Facts & Tips

Can Bully Breed Dogs Swim?

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unnamed (2)It is so hot out! the suns beating down, you're laying on your float relaxing in the pool and your American bully is circling the pool panting and crying. Maybe taking him in for a dip will hit the spot just like it did for you?  But wait, can bully breed dogs swim? Well, despite  a popular swimming stroke being named after our furry friend " the doggy paddle", not all dogs can swim.

Certain breeds are likely to be natural swimmers.  There are 15 breeds which are known for getting their paws wet! If you are looking to pick a breed to share water time with you will want to take a look at the following: Newfoundland, Cocker Spaniel, Vizsla, Weimaraners, Schipperke, Nova Scotia Duck Tolling Retriever, Spanish Water Dog, Portuguese Water Dog, Irish Water Dog, Golden Retriever, Labrador Retriever, Chesapeake Bay Retriever, Standard Poodle and Irish or English Setter breeds tend to fall into the Naturals category. Breeds such as the English Bulldog, Corgi and Pug are more likely to have difficulty when it comes to water.

Not every dog can swim. But many breeds can learn to swim and enjoy being in the water. Every dog is different just like people but through a safe introduction to the water it is possible to make a swimmer out of your dog!

We are going to introduce your American Bully to the pool or beach by swimming lessons!

Pick a time to introduce them to the water that lacks chaos and loud noises. Do not decide to teach your dog how to swim while there is a BBQ going on and 10 kids in the pool screaming and  throwing toys.  It is  going to be too difficult for them to focus on their lesson while there is so much other distracting stuff going on.

Know  your swimming spot. If you are using a pool, make sure there is an easy entry/exit point. If you are using a natural body of water, avoid a river, the moving water will add stress and unknowns to your lesson. If you are using a lake or pond make sure there are no plants that can tangle your dogs legs up.

Panic or fear of water will set you up to fail. A lot of people think that  simply throwing the dog into the pool will set his natural instinct to swim in motion, instead all you are going to accomplish is a fear and panic associated with the water . Your dog may paddle frantically  and actually "swim" to a exit but he will not associate the water with a good experience and will most likely avoid  the water at all cost after this incident. It will leave a long lasting fear.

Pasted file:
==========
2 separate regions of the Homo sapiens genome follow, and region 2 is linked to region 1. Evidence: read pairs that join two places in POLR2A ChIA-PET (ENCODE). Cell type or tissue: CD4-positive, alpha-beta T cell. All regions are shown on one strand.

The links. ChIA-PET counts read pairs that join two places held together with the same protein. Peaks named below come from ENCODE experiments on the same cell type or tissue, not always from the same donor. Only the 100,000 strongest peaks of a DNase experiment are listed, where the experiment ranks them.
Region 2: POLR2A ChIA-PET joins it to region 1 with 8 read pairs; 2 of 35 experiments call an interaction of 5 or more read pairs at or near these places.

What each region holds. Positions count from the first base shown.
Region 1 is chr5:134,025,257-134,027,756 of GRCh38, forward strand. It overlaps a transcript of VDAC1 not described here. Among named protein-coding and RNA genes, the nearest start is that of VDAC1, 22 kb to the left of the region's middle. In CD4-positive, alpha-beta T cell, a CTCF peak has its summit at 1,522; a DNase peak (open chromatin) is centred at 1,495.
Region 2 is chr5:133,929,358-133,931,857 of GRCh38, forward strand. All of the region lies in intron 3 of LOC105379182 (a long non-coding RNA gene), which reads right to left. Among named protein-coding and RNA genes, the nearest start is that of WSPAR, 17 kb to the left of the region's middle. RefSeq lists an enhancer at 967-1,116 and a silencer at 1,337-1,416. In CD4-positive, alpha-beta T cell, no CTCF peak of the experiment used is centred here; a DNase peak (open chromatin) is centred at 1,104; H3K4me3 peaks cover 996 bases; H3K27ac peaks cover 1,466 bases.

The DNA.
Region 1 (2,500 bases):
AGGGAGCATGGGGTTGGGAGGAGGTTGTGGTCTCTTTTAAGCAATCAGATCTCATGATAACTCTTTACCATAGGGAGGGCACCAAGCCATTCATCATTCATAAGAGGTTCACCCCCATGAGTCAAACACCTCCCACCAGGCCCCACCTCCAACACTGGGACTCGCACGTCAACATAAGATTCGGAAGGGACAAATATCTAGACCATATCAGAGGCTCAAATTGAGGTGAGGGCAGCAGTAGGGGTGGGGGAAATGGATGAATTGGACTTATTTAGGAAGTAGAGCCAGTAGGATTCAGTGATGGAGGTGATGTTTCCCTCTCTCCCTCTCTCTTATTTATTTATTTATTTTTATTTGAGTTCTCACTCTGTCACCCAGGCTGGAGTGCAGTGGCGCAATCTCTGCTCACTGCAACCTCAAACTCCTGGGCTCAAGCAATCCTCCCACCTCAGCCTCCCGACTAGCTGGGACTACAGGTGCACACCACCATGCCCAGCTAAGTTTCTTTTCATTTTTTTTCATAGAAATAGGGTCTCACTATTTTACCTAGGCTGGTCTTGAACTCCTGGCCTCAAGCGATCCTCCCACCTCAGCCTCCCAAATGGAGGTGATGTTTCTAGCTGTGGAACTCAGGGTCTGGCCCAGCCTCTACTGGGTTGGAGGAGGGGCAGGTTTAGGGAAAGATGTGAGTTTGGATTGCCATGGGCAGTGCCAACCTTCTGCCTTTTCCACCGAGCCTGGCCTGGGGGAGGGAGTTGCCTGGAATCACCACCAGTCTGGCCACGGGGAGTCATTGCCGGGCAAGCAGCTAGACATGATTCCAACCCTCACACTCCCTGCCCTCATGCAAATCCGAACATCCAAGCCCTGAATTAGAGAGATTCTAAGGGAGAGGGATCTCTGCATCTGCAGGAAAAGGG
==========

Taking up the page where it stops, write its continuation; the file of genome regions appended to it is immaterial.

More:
Have treats, pats and hugs on hand. Positive reinforcement for being a good boy will go miles, just as in potty training or leash training. Your dog likes to know he did something that makes you proud.

If you have shallow water the best way to get your dog into the water is on his own. Throw in a ball or his favorite toy and let him run in to get it. Once your dog is  comfortable in the water on their feet you can introduce them to deeper water to begin to learn how to swim. If you are using a pool and this is not an option you can go onto the next part which is picking your dog up and carrying them into deeper water.

The proper way to introduce your dog to the water is to support their weight in the water let them learn to  paddle or move their legs in the water free of supporting their own weight.  This can be accomplished by supporting them under their torso; specifically supporting their midsection and hindquarters. It is important your dog learns to move all 4 legs just as he does when he runs. Moving only the fronts will turn the back legs into anchors and will drag your dog underwater. You want to make sure you keep both hands on your dog until their stroke is steady and in good form. You want to see your dog is confident in their stroke as well.

Make sure your dog knows where the exit is. Repetition of the exit will ease your dogs mind in knowing there is a safe and easy way to get out of the water once they are tired or had enough.  You will need to continually point them in the  correct direction before it sinks into memory.

Over exertion can be a serious problem in the water. Keep your  swimming lessons to a 10-15 minute maximum and give your dog  ample breaks in between.  Once your dog is tired he will simply give up in the water and this can lead to drowning. Dogs who easily become tired on land will also easily become tired in the water.

Never leave your dog unattended by the pool, just as you would not leave a child unattended.  Even if your dog is a pro swimmer, mistakes happen and lead to horrific results.

Despite all the right tools some dogs are just not going to be swimmers or even like the water. If you have made every effort possible to teach your dog to swim and he resists going into the water or near it then you just do not have a swimmer! The American Bully breed are not natural swimmers, but with some educational time in the pool you may be able to make a water companion out of them.  Do not get easily discouraged and please make sure to be safe in and around the water.



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